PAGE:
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A Dirty Dozen with SVEN AVERNUS from ABORTED – April 2020

| 24 April 2020 | Reply


According to a recent press release: “ABORTED release their new song and music video for “Gloom and the Art of Tribulation.” The track is the first released off the band’s forthcoming three track EP La Grande Mascarade on April 17th via  Century Media Records. La Grande Mascarade will contain the studio recordings of “Gloom and the Art of Tribulation,” “Serpent of Depravity,” and “Funereal Malediction.” Featuring art courtesy of Mitchell Nolte and produced by Kristian ‘Kohle’ Kohlmannslehner, La Grande Mascarade will be available as limited edition CD (international), jewelcase (North America) and digitally.” We get frontman and founding member Sven to discuss new music, influences, and much more…

1. Tell us a little about your latest release.  What might a fan or listener not grab the first or second time they listen through?  Are there any hidden nuggets the band put in the material or that only diehard fans might find?

I can’t tell you if there are any Easter eggs or hidden clues, or that would defeat the whole purpose, wouldn’t it? I can say the fans are going to hear some blastbeats, though, that’s for sure.

2. What got you into music, and can you tell us about the moment you realized you wanted to be a musician?

My older brothers already listened to heavy metal when I was born, so that made the upbringing a little easier on a musical level. I was 12 when I realized I wanted to be a bass player. Poor life choice.

3. Building on that, is there a specific song, album, performer, or live show that guided your musical taste?

I could name a ton of albums but probably Altars of Madness by Morbid Angel clearly helped shape my taste for death metal.

4. Who would be your main five musical influences?

Megadeth, Morbid Angel, Suffocation, Necrophagist, Death and Cannibal Corpse.

5. If you could call in any one collaborator to do a song with, who would it be, and why?

I’d really love to have Chris Poland play a guest solo on an Aborted song. Although, I think combining his unique jazzy style with the band’s could be a tough task.

6. How would you describe your music to someone who’d never listened to you before? What is the one comparison a reviewer or fan has made that made you cringe or you disagreed with?

Can you think of something you’d never show or talk about to your girlfriend’s/boyfriend’s family? We’re exactly the opposite, not NSFW at all. As far as cringe-worthy comparisons, luckily I can’t think of anything like that. For now…

7. When the band are all hanging out together, who cooks; who gets the drinks in; and who is first to crack out the acoustic guitars for a singalong?

Ian’s usually the designated chef, but we can all cook decently. About drinks, Ian’s also the bartender. Actually, we got him in the band for catering purposes, not for his guitar skills. Acoustic guitar singalongs? We do kazoo, sorry.

8. When was the last time you were star struck and who was it?

My pizza delivery guy, he is an absolute VIP, the way he carries them pizzas on just the one hand while ringing my doorbell with the other. You should see it… but if you mean musically, not gonna lie, when I met Alex Webster for the first time in 2014 (I wasn’t in Aborted yet), I was fairly impressed by how humble and friendly he is.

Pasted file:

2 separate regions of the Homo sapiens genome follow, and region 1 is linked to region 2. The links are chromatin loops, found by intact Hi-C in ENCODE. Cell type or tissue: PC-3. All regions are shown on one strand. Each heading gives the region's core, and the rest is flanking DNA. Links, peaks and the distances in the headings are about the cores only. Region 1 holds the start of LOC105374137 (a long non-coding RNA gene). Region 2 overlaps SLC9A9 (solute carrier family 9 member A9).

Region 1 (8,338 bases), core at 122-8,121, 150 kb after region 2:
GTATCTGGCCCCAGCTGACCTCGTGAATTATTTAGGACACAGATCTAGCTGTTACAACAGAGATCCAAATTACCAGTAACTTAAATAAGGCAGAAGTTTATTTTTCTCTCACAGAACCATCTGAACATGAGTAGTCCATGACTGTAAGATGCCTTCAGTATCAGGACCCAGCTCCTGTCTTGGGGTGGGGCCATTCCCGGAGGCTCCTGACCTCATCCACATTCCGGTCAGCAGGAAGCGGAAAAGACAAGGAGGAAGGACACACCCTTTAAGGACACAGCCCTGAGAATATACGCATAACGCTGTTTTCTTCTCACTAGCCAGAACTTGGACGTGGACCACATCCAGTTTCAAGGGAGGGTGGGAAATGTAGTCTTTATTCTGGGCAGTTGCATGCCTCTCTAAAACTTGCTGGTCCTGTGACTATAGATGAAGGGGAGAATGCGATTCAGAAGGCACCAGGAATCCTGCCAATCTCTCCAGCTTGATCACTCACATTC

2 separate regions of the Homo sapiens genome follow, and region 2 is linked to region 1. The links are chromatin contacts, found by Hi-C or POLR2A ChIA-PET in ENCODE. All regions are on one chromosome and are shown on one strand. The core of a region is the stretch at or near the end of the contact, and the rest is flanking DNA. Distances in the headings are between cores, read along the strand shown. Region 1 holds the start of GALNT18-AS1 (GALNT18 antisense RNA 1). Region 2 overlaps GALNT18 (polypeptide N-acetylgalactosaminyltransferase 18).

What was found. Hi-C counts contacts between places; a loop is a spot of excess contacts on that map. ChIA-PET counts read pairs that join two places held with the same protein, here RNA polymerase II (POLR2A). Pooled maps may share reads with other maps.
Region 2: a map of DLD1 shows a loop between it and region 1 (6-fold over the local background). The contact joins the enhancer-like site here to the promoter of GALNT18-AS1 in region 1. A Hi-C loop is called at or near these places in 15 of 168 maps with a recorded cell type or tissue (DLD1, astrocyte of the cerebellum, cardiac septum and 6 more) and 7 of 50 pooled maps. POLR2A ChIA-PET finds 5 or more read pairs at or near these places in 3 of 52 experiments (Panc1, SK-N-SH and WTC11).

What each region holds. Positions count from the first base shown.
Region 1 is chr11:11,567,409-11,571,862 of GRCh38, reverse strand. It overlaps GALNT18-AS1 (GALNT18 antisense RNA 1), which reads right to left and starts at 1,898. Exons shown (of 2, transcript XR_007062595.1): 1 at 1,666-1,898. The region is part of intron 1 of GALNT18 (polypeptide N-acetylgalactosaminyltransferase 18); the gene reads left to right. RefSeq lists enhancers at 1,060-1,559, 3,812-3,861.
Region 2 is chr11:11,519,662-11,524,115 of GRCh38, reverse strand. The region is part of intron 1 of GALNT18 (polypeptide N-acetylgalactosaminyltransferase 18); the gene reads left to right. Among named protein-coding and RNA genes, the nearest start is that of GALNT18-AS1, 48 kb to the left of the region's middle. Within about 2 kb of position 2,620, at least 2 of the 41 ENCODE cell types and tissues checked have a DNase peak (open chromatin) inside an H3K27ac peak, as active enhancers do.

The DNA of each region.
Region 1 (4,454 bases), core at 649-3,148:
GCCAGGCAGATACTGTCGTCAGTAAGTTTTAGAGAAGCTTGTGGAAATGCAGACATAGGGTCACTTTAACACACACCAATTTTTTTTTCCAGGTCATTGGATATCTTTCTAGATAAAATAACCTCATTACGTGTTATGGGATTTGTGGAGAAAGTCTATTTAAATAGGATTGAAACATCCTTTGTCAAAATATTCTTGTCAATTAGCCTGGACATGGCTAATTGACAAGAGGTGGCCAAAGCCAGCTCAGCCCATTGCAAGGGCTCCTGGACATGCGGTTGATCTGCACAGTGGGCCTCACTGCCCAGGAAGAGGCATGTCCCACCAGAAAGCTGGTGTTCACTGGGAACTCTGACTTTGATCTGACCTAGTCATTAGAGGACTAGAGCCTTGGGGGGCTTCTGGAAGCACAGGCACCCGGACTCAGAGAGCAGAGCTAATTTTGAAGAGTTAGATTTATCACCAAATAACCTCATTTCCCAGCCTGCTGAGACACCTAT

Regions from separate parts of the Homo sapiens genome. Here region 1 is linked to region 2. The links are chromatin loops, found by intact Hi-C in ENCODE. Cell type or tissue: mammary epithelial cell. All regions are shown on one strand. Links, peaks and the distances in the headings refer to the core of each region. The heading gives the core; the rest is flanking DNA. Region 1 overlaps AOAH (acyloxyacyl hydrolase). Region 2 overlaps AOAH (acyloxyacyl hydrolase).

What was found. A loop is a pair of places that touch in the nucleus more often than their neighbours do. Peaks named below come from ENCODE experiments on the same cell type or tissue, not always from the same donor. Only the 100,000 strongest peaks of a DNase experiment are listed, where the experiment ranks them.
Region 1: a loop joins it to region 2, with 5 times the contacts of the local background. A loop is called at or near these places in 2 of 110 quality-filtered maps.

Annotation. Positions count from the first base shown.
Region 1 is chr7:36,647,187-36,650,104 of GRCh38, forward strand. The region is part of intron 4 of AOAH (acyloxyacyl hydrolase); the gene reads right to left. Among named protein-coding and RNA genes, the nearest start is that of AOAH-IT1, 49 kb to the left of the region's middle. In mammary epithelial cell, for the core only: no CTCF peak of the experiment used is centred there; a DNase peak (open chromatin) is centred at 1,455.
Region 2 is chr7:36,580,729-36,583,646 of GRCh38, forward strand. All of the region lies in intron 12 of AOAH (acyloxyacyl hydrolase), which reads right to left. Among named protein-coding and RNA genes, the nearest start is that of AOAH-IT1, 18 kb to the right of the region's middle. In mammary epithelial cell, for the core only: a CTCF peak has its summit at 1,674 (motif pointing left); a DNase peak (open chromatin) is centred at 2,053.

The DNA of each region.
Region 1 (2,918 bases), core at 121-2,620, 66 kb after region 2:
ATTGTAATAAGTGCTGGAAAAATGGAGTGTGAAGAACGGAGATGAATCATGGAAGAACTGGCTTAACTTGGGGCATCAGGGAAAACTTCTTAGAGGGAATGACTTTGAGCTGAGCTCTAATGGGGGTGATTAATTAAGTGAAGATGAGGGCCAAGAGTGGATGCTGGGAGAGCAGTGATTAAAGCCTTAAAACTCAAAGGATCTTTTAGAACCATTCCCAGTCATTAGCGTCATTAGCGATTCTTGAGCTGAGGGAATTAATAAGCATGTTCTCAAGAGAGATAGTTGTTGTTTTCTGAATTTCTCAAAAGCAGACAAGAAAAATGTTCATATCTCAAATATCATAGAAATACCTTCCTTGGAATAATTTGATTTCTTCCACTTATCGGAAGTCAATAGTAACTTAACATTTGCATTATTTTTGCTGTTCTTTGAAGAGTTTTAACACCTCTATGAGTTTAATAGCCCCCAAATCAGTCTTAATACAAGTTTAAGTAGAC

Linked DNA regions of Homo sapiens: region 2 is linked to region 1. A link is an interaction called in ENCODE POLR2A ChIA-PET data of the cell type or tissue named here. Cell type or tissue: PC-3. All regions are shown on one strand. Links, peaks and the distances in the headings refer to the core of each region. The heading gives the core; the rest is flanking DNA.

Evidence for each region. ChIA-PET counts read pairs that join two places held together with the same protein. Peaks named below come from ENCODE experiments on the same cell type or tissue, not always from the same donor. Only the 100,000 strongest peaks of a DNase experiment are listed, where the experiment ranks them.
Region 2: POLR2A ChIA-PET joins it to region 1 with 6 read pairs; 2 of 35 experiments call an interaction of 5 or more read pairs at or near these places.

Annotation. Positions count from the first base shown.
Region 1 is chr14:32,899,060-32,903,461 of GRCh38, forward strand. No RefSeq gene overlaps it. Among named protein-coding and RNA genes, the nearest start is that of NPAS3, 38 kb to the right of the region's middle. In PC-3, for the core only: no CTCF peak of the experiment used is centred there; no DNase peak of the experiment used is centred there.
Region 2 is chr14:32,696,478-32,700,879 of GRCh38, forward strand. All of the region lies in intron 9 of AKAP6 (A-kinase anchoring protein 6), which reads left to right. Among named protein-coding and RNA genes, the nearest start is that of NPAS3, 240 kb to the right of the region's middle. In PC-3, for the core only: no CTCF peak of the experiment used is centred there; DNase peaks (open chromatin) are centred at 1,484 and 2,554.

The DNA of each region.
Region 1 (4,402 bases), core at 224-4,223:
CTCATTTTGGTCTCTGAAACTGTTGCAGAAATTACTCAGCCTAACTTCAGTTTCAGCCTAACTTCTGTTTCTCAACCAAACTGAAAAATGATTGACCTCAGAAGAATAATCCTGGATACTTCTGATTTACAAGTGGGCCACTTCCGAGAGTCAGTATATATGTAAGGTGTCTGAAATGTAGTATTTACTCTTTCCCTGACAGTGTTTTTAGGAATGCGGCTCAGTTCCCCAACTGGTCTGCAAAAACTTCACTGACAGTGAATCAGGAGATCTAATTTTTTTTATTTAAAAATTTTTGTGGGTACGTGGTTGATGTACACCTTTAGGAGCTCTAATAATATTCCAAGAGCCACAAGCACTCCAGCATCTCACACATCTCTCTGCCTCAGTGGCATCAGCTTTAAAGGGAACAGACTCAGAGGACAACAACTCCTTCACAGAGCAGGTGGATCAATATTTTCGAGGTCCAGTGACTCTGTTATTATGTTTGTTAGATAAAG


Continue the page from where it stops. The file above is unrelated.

9. What is the best part of being a musician? If you could no longer be a musician for whatever reason, what would be your dream job?

Best part of being a musician is that every day is different in all sorts of ways. Yes, I know it’s an overabused cliché, but the best feeling is it doesn’t matter how stressed or pissed you are during the day because as soon as you’re on stage and see all those people having a good time headbanging to your music, it all goes away. My dream job would be officially working as a translator. As you can see, I have a fetish for financial instability.

10. What is one question you have always wanted an interviewer to ask – and what is the answer? Conversely, what question are you tired of answering?

The question I would like to be asked is “Do you put salt in the water before it boils or after it does?” It’s a serious subject which I reckon hasn’t got the attention and exposure it deserves. The question I usually get asked most of the time is…

11. Looking back over your career, is there a single moment or situation you feel was a misstep or you would like to have a “do over”, even if it didn’t change your current situation?

While I would consider my career something I’m still grateful for to this day, there’s obviously been a couple of moments I would gladly go back in time to be able to change them. But no, not gonna talk about it, sorry.

12. If you could magically go back in time and be a part of the recording sessions for any one record in history, which would you choose – and what does that record mean to you?

I’d be really curious to witness what exactly happened during the sessions of The Beatles’ White Album, and understand what were the processes behind the production of such a roller coaster of obscure weirdness. Not that it represents a particularly favorite album for me.




Category: Interviews

About the Author ()

ToddStar - that's me... just a rocking accountant who had dreams of being a rock star. I get to do the next best thing to rocking the globe - I get to take pictures of the lucky ones that do. I love to shoot all genres of music and different types of performers. If it is related to music, I love to photograph it. I get to shoot and hang with not only some of my friends and idols, but some of the coolest people around today.

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